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Looks like law students aren't the only ones with fashion on the brain. Page Six Magazine recently reported on a new trend towards fashion careers among MBA students at Harvard Business School. As author Annie Karni puts it, "a clique of stiletto-clad fashionistas are taking over campus." Cue less-than-transcendent Elle Woods references (not that I'm above them--see section titled "WWEWD: What Would Elle Woods Do?" in my article about the Fordham Fashion Law Institute).
Before discussing the article itself, I should say that I find the idea of focusing your MBA on fashion industry issues significantly less suspect than the idea around which the Fordham Fashion Law Institute was founded (namely, that fashion law is as legitimate a field of law as constitutional or medical law). Rather, I think specializing in business school can make a great deal of sense. Whereas law school trains you to be a lawyer and (pretty much) only a lawyer, business school is much more open-ended in terms of what effect the degree can have on your career. If you're a career-changer, an MBA allows you to segue into that new career. If you intend to stay in the field in which you already have some experience, an MBA will propel you to the next level, be that upper management or owning your own company. And if either of these plans involve the fashion industry, it would be wise to focus your business education on relevant subject matter. The only way specializing in a particular field doesn't make sense is if you're using business school to feel out your options. So, if you want to work within the fashion industry, by all means spend some of your time in business school developing those skills. General business savvy and knowledge are no doubt also important, but it's not like you can specialize in fashion anyway (or at least, not yet). The point is, I'm totally on board with the HBS fashion set.
But I'm not on board with how Annie Karni describes the women who engage in this trend. If you got into HBS, you're either very smart, immensely capable, or both. But instead of noting the intelligence or capability of these women, Karni focuses ad nauseum on how attractive and fashionable they are. I can excuse the latter on the basis that wearing nice clothes lends a level of legitimacy if your field is fashion, just as eating at good restaurants lends legitimacy to a chef. But is this seriously necessary as an opening paragraph?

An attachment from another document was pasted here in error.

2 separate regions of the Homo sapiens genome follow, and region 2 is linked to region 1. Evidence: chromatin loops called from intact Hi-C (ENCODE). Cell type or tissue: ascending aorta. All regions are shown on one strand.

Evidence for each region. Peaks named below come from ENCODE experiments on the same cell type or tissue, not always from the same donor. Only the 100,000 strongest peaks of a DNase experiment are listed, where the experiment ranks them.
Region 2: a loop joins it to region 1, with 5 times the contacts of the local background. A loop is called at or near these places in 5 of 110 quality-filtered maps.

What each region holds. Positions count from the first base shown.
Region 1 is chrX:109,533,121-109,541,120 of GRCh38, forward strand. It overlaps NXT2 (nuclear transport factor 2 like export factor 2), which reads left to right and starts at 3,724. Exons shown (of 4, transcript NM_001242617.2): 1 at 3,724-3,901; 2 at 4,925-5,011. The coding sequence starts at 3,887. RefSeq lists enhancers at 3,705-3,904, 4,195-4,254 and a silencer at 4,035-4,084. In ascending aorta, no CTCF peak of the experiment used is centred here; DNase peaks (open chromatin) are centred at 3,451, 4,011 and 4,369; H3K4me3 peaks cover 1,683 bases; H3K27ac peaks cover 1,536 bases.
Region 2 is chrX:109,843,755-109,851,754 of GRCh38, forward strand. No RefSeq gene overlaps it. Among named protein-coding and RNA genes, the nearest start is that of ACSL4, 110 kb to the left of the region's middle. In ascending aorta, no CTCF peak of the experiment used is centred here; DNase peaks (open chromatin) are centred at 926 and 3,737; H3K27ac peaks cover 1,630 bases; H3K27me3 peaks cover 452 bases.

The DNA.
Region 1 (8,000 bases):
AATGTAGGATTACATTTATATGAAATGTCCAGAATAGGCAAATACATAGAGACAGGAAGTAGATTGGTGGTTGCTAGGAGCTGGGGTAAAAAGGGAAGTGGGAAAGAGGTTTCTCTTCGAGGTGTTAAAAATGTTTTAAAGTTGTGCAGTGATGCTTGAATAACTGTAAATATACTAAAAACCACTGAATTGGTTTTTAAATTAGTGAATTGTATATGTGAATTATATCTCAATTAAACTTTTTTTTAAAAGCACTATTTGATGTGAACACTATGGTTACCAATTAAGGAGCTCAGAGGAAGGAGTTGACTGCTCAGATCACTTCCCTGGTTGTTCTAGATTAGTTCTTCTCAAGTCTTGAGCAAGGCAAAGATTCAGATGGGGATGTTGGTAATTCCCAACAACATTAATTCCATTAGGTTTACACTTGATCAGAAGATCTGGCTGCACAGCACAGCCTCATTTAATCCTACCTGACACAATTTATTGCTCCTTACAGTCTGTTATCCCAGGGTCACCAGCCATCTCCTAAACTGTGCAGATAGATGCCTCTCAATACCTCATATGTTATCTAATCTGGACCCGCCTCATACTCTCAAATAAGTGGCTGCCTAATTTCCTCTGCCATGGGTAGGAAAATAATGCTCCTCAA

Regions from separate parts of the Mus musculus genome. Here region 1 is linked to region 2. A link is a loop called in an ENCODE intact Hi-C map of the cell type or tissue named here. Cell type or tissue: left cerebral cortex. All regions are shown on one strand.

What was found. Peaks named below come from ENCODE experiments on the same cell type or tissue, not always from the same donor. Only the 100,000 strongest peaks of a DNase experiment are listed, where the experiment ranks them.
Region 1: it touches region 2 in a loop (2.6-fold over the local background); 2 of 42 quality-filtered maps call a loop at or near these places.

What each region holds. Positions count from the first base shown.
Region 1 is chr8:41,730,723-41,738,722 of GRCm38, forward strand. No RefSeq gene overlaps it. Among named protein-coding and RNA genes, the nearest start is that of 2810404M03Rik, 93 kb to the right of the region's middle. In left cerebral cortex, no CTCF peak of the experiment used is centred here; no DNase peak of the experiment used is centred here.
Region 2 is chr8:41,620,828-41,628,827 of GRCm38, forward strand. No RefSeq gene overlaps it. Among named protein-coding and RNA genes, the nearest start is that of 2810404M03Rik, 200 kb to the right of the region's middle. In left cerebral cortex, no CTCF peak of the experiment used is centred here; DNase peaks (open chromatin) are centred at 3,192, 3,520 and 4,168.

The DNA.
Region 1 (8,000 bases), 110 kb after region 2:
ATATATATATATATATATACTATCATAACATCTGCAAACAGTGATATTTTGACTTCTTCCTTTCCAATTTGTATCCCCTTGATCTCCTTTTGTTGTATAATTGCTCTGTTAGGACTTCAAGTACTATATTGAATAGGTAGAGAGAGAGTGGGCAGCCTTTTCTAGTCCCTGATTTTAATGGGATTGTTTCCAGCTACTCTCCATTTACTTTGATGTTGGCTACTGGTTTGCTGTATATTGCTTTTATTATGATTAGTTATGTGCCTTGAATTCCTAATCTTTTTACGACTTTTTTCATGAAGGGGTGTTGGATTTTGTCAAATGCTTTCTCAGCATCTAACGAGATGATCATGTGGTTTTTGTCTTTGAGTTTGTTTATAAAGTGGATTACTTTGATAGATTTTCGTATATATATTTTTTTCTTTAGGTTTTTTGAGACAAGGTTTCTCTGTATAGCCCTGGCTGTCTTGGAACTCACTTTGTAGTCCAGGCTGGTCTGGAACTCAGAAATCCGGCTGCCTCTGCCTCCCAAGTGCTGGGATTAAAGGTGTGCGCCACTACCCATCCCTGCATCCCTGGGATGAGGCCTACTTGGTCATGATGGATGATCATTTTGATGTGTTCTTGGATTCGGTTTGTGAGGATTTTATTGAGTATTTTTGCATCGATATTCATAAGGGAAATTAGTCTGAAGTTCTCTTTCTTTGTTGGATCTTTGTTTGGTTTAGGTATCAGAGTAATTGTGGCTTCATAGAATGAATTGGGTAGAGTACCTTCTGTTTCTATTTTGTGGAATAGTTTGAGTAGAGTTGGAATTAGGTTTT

When Olga Vidisheva, a 25-year-old Russian model with piercing green eyes and a 24-inch waist, struts into class, her fellow students at Harvard Business School snap up from their laptops. The 5-foot-8 stunner, who loves labels like Chanel and Yves Saint Laurent, stands out in a sea of crew-cut, khaki-wearing nerds.
Do I really need to know dear Vidisheva's height and waist size? Do we really need to succumb to the stereotype that all HBS students are "crew-cut, khaki-wearing nerds"? Does it not strike anyone else that only men can be described as "crew-cut," painting a picture of one pretty woman wading through a sea of bespectacled men? Where are the women without 24-inch waists and an interest in fashion?
If this were a one-off comment meant to draw the readers in, I'd get it. It would feel a little cheap (especially when the picture of Olga Vidisheva accompanying the articles pretty much makes the point all on its own), but I would have probably let it slide. But then, just two paragraphs later, she's at it again. "With their perfectly blow-dried locks and lip-glossed smiles," Karni writes, "These women lend a new glamour to the fusty business school, famed for churning out financial eggheads like Michael Bloomberg, JP Morgan Chase CEO Jamie Dimon and ex-Merrill Lynch CEO John Thain." Again with the women defined only by their looks; again with the bespectacled (or, in this case, egg-headed) but shockingly successful men. As though women couldn't be "financial eggheads." Take Indra Nooyi, chairman and CEO of PepsiCo U.S. and No. 2 on Forbes' 2009 list of the 100 Most Powerful Women; Sally Krawcheck, Bank of America's head of global wealth management; Brenda Barnes, chairman and CEO of Sara Lee; Meg Whitman, former president and CEO of eBay and current California governor candidate; and Ann Livermore, executive vice president of the technology solutions group at Hewlette-Packard for example. All of these "financial eggheads" have MBAs, too.
Maybe I should be more forgiving. I will say that Karni makes at least one valid and valuable point: when it comes to tip-top MBA programs and a built-in alumni network, Harvard is one of the best business schools for those inclined to explore a career in fashion.
"Stanford's too small, Kellogg [at Northwestern] is too far from any fashion hub and Wharton has such a focus on finance that I don't know if you'd find enough people interested in retail," says Alexandra Nelson, class of 2010, a pretty blonde from the Midwest. "Harvard Business School is becoming the place for fashion."
As Karni points out, Gilt Groupe and Rent the Runway, two pretty innovative fashion companies, are both the brain-children of recent Harvard grads. A new site called FashionStake, which "allows customers to invest directly in a designer or pre-order items at a 40 percent discount" was also launched by HBS students earlier this month. In the budding world of fashion-related internet start-ups, you really couldn't ask for a more pedigreed group.
Seriously, though: "a pretty blonde from the Midwest"? Cool it, lady.
--Written by Madison Priest
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